Robert Young: This Wonderful Strange Country: Rev. W.B. Clarke, Colonial Scientist. Thirroul, NSW: Robert Young Publishing, 2015; pp. 178.

Robert Young: This Wonderful Strange Country: Rev. W.B. Clarke, Colonial Scientist. Thirroul,... Robert Young's self‐published biography of the Reverend William Branwhite Clarke (1798–1878) gives an absorbing insight into how European settlers came to understand the landscape of Australia, particularly New South Wales, in the nineteenth century. Clarke was an Anglican priest with a wide range of scientific interests who emigrated to Sydney in 1839 and claimed to have discovered the first evidence of gold in New South Wales, despite a counterclaim by Edward Hargraves. Clarke became fascinated by the physical environment of Australia and related his observations to contemporary scientific theories such as the theory of evolution. His interest in evolution has to be balanced by his vocation as a priest. Therefore, Young discusses how Clarke comes to understand the theory of evolution and its relationship to the creation story in Genesis.Young has reconstructed Clarke's life, predominantly through his scientific interests, from other biographies and the extensive Clarke Papers held in the Mitchell Library in Sydney. However, Clarke is initially introduced by examining how he reacted to his times. This introductory chapter is framed around three portraits of Clarke that demonstrate how the changing ideas of creation and the dispute over who first discovered gold in New South Wales affected Clarke http://www.deepdyve.com/assets/images/DeepDyve-Logo-lg.png Journal of Religious History Wiley

Robert Young: This Wonderful Strange Country: Rev. W.B. Clarke, Colonial Scientist. Thirroul, NSW: Robert Young Publishing, 2015; pp. 178.

Loading next page...
 
/lp/wiley/robert-young-this-wonderful-strange-country-rev-w-b-clarke-colonial-T4m89V77ip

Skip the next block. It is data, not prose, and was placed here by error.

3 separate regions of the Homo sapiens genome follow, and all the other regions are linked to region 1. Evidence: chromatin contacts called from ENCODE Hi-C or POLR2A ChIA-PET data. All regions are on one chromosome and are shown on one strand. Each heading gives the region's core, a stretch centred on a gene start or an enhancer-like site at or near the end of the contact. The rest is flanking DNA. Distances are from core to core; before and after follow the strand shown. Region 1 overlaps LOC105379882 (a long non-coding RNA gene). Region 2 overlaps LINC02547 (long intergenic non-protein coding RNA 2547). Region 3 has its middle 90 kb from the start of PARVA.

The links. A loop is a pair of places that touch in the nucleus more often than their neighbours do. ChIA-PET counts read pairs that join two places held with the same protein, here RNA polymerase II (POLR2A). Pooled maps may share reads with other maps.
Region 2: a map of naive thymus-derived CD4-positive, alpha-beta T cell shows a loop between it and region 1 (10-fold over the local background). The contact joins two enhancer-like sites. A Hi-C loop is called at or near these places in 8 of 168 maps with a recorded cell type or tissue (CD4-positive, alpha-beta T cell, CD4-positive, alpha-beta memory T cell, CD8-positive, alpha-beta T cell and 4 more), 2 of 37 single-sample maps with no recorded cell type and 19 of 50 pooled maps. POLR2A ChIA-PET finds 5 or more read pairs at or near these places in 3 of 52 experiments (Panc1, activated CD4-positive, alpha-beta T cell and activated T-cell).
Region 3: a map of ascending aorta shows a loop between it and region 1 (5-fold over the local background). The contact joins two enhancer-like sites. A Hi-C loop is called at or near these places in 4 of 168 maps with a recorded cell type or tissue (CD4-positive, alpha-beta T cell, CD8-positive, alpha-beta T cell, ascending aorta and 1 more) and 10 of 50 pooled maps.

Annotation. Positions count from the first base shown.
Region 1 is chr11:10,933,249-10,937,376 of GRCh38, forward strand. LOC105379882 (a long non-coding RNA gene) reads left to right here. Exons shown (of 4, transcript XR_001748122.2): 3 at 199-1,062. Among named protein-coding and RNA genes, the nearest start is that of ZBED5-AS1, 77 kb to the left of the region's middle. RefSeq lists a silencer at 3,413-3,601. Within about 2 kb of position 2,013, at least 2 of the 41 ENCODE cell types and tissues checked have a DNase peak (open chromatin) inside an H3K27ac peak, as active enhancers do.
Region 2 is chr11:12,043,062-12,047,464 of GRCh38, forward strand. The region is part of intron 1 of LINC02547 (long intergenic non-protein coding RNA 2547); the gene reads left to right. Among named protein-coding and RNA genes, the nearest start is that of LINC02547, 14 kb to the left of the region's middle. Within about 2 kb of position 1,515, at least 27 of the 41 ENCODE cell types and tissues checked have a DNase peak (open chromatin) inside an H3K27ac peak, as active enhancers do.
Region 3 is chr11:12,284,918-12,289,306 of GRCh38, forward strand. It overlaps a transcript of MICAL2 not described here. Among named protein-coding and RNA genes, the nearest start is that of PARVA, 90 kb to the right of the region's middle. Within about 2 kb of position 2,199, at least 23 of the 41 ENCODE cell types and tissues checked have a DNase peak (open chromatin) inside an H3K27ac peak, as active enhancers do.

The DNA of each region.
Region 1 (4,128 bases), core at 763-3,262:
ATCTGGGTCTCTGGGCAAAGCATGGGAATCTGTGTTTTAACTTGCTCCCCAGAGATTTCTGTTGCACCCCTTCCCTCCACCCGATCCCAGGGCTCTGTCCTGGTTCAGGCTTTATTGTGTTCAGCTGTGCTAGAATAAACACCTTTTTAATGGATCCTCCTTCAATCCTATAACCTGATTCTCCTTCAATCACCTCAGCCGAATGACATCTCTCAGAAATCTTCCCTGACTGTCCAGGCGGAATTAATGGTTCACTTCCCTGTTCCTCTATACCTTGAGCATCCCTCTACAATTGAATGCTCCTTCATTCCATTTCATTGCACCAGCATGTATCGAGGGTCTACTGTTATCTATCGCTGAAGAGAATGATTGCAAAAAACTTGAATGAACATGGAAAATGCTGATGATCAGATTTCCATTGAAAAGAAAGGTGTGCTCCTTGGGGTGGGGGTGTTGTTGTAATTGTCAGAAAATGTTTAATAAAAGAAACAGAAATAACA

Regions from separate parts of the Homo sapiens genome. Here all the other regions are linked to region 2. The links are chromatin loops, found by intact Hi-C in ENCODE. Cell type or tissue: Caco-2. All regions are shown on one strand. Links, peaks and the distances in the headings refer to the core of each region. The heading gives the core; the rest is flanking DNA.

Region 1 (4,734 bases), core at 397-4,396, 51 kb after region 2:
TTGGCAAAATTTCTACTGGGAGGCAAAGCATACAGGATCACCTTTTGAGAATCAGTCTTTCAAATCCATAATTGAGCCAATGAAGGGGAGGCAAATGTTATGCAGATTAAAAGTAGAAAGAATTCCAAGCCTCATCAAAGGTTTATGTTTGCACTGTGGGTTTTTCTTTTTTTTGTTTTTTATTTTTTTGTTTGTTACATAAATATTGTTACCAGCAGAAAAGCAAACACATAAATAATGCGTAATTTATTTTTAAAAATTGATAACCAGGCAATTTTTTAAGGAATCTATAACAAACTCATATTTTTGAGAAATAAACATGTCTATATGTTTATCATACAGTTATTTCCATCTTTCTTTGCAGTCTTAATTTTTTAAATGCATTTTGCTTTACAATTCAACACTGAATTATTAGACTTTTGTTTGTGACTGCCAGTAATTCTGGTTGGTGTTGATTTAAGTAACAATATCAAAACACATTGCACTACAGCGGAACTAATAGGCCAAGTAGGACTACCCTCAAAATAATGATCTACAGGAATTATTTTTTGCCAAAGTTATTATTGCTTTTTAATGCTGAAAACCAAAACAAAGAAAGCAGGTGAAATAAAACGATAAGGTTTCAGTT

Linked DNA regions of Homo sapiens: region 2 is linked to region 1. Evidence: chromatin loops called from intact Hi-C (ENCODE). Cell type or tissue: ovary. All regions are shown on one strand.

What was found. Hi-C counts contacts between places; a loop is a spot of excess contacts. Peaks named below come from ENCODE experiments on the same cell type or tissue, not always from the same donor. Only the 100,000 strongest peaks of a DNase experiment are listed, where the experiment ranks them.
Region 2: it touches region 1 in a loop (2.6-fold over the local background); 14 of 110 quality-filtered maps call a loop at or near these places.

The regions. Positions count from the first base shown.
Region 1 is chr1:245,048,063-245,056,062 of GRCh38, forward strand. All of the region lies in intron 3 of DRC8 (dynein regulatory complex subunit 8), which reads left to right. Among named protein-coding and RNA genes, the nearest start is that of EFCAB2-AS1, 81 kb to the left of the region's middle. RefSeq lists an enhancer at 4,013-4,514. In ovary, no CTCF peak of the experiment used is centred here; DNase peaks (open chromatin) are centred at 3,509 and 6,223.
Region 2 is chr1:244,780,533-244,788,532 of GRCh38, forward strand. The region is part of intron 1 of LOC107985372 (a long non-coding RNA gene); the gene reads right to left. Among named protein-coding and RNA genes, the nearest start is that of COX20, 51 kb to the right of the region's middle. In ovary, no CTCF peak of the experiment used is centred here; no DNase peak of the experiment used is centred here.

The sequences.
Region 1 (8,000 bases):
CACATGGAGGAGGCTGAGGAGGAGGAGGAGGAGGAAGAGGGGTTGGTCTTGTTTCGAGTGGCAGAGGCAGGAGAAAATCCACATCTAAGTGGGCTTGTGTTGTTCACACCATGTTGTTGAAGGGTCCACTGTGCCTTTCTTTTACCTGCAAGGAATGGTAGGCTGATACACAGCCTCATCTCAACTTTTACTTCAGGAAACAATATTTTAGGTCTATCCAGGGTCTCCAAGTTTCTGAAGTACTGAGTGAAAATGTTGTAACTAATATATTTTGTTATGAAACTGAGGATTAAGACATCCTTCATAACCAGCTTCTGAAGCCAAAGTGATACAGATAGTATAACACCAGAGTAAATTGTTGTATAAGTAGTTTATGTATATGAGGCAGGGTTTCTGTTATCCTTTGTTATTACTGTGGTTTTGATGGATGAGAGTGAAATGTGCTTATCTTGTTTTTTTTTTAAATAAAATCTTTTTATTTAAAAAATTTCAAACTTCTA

Publisher
Wiley Subscription Services, Inc., A Wiley Company
Copyright
© 2018 Religious History Association
ISSN
0022-4227
eISSN
1467-9809
D.O.I.
10.1111/1467-9809.12498
Publisher site
See Article on Publisher Site

Abstract

Robert Young's self‐published biography of the Reverend William Branwhite Clarke (1798–1878) gives an absorbing insight into how European settlers came to understand the landscape of Australia, particularly New South Wales, in the nineteenth century. Clarke was an Anglican priest with a wide range of scientific interests who emigrated to Sydney in 1839 and claimed to have discovered the first evidence of gold in New South Wales, despite a counterclaim by Edward Hargraves. Clarke became fascinated by the physical environment of Australia and related his observations to contemporary scientific theories such as the theory of evolution. His interest in evolution has to be balanced by his vocation as a priest. Therefore, Young discusses how Clarke comes to understand the theory of evolution and its relationship to the creation story in Genesis.Young has reconstructed Clarke's life, predominantly through his scientific interests, from other biographies and the extensive Clarke Papers held in the Mitchell Library in Sydney. However, Clarke is initially introduced by examining how he reacted to his times. This introductory chapter is framed around three portraits of Clarke that demonstrate how the changing ideas of creation and the dispute over who first discovered gold in New South Wales affected Clarke

Journal

Journal of Religious HistoryWiley

Published: Jan 1, 2018

There are no references for this article.

You’re reading a free preview. Subscribe to read the entire article.


DeepDyve is your
personal research library

It’s your single place to instantly
discover and read the research
that matters to you.

Enjoy affordable access to
over 12 million articles from more than
10,000 peer-reviewed journals.

All for just $49/month

Explore the DeepDyve Library

Unlimited reading

Read as many articles as you need. Full articles with original layout, charts and figures. Read online, from anywhere.

Stay up to date

Keep up with your field with Personalized Recommendations and Follow Journals to get automatic updates.

Organize your research

It’s easy to organize your research with our built-in tools.

Your journals are on DeepDyve

Read from thousands of the leading scholarly journals from SpringerNature, Elsevier, Wiley-Blackwell, Oxford University Press and more.

All the latest content is available, no embargo periods.

See the journals in your area

Monthly Plan

  • Read unlimited articles
  • Personalized recommendations
  • No expiration
  • Print 20 pages per month
  • 20% off on PDF purchases
  • Organize your research
  • Get updates on your journals and topic searches

$49/month

Start Free Trial

14-day Free Trial

Best Deal — 39% off

Annual Plan

  • All the features of the Professional Plan, but for 39% off!
  • Billed annually
  • No expiration
  • For the normal price of 10 articles elsewhere, you get one full year of unlimited access to articles.

$588

$360/year

billed annually
Start Free Trial

14-day Free Trial